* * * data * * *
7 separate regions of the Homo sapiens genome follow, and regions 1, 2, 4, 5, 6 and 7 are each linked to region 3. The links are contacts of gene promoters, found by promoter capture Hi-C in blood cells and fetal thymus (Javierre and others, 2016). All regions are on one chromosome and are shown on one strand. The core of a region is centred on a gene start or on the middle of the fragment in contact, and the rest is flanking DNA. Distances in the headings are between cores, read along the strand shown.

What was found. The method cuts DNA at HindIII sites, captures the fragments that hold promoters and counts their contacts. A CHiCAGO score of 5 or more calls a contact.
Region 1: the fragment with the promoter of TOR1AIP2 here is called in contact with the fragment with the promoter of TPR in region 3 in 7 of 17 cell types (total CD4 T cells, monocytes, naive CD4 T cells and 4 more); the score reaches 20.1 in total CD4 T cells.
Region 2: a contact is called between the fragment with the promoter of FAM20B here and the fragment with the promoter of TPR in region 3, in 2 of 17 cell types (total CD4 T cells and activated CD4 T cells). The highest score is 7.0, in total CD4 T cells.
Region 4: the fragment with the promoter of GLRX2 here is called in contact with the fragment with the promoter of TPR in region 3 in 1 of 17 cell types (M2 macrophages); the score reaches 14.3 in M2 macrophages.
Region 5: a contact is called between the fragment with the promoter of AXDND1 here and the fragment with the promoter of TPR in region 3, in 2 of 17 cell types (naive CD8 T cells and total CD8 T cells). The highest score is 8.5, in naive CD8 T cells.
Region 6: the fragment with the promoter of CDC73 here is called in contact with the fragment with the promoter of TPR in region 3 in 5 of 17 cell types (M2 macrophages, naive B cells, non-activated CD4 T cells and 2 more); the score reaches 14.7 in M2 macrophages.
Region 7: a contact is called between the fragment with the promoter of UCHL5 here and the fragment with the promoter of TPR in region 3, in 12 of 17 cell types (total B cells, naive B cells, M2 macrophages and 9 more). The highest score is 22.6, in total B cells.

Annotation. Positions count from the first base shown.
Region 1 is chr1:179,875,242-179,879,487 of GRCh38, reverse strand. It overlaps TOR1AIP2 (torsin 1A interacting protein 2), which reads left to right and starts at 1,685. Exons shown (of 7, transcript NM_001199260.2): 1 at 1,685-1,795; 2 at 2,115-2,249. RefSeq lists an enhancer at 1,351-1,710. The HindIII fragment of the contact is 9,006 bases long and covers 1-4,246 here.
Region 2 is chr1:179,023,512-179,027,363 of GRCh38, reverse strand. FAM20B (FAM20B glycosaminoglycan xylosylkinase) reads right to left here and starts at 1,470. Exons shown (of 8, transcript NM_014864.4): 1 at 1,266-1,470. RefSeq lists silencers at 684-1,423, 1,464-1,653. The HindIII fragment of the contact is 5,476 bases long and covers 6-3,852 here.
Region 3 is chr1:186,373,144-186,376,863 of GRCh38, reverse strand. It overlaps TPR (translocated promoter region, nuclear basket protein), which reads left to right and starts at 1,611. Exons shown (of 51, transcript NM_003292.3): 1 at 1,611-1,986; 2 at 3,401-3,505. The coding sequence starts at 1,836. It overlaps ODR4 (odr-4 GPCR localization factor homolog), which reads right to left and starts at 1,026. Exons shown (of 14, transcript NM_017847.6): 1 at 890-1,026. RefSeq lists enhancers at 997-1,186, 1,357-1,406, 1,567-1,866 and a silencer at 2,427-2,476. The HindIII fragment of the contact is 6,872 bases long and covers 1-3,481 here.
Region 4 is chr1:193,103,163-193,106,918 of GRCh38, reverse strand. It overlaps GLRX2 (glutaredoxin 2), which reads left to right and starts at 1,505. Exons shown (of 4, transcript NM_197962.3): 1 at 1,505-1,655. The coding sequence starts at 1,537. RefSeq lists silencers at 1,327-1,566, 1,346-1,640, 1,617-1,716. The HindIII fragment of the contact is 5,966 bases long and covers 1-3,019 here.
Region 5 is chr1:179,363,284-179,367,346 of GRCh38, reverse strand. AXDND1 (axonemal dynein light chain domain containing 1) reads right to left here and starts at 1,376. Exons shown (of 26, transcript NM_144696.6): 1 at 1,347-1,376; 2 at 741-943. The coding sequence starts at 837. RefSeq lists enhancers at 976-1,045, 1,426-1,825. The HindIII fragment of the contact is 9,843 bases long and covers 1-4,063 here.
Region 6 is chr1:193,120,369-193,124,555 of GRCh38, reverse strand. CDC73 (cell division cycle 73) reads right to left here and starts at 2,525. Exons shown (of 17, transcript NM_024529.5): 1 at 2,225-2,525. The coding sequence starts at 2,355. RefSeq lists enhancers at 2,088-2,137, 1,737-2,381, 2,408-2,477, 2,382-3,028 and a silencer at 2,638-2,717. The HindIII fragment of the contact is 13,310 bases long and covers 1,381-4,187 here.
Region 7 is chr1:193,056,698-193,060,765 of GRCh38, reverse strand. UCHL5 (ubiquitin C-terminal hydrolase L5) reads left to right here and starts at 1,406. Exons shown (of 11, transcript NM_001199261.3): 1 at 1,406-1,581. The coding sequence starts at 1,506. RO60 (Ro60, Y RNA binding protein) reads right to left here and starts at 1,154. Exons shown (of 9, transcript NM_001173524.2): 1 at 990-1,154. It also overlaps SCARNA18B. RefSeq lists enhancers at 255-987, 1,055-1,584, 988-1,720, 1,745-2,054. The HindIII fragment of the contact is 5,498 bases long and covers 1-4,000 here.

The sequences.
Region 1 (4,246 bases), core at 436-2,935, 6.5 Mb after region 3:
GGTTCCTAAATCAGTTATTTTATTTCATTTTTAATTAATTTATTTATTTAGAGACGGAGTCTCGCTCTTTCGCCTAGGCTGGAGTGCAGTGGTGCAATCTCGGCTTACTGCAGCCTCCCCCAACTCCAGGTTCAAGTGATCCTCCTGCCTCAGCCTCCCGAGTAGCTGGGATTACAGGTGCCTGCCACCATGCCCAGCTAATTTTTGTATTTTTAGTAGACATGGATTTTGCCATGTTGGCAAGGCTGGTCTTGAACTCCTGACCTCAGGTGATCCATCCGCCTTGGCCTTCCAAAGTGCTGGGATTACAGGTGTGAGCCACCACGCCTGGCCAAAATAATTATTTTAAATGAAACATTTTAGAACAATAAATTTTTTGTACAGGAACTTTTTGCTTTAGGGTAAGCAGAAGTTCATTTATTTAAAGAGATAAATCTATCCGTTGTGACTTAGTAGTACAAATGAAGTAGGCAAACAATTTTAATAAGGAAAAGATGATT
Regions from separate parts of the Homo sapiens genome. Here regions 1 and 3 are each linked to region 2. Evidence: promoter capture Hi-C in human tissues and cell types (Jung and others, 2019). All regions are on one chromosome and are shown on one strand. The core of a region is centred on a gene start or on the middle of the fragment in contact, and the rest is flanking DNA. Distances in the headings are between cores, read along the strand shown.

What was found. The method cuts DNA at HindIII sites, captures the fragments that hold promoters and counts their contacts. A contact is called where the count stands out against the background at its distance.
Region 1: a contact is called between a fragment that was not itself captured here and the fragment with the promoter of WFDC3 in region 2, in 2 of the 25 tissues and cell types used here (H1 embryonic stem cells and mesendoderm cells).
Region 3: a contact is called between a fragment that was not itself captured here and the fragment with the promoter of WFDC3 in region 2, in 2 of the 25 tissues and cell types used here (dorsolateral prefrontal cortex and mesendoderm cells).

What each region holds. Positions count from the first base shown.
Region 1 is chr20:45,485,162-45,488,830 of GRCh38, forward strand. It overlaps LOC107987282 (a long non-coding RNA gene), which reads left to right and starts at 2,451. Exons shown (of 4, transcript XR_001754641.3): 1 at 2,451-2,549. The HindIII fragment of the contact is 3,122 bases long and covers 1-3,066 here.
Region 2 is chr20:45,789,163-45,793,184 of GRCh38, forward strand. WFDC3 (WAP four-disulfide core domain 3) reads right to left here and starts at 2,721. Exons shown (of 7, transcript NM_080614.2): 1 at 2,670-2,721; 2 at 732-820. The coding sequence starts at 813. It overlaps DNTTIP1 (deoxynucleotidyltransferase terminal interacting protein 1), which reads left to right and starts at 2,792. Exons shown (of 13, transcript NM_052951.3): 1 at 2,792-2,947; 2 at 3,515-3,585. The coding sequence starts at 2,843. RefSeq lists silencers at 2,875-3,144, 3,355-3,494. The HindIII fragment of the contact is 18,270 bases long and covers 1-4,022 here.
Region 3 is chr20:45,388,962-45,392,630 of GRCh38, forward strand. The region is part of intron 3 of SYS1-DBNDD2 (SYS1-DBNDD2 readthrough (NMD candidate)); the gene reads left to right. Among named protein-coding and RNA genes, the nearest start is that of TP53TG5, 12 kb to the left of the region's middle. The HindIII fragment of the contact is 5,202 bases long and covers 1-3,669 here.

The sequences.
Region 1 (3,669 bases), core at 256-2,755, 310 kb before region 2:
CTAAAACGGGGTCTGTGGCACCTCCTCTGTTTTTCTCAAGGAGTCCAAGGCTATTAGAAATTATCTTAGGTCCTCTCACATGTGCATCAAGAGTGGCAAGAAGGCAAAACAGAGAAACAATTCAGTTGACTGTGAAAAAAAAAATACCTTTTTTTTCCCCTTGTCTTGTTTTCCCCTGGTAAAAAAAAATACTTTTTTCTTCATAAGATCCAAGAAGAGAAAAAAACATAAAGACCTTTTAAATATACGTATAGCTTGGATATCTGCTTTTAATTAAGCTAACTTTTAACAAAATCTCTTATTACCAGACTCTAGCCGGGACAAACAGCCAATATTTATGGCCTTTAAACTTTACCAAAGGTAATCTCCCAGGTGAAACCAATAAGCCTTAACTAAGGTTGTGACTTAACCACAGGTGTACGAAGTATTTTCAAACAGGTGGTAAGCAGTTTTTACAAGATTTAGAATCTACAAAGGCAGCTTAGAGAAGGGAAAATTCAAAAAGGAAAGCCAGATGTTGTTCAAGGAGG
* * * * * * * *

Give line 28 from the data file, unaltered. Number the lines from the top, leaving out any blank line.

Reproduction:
The sequences.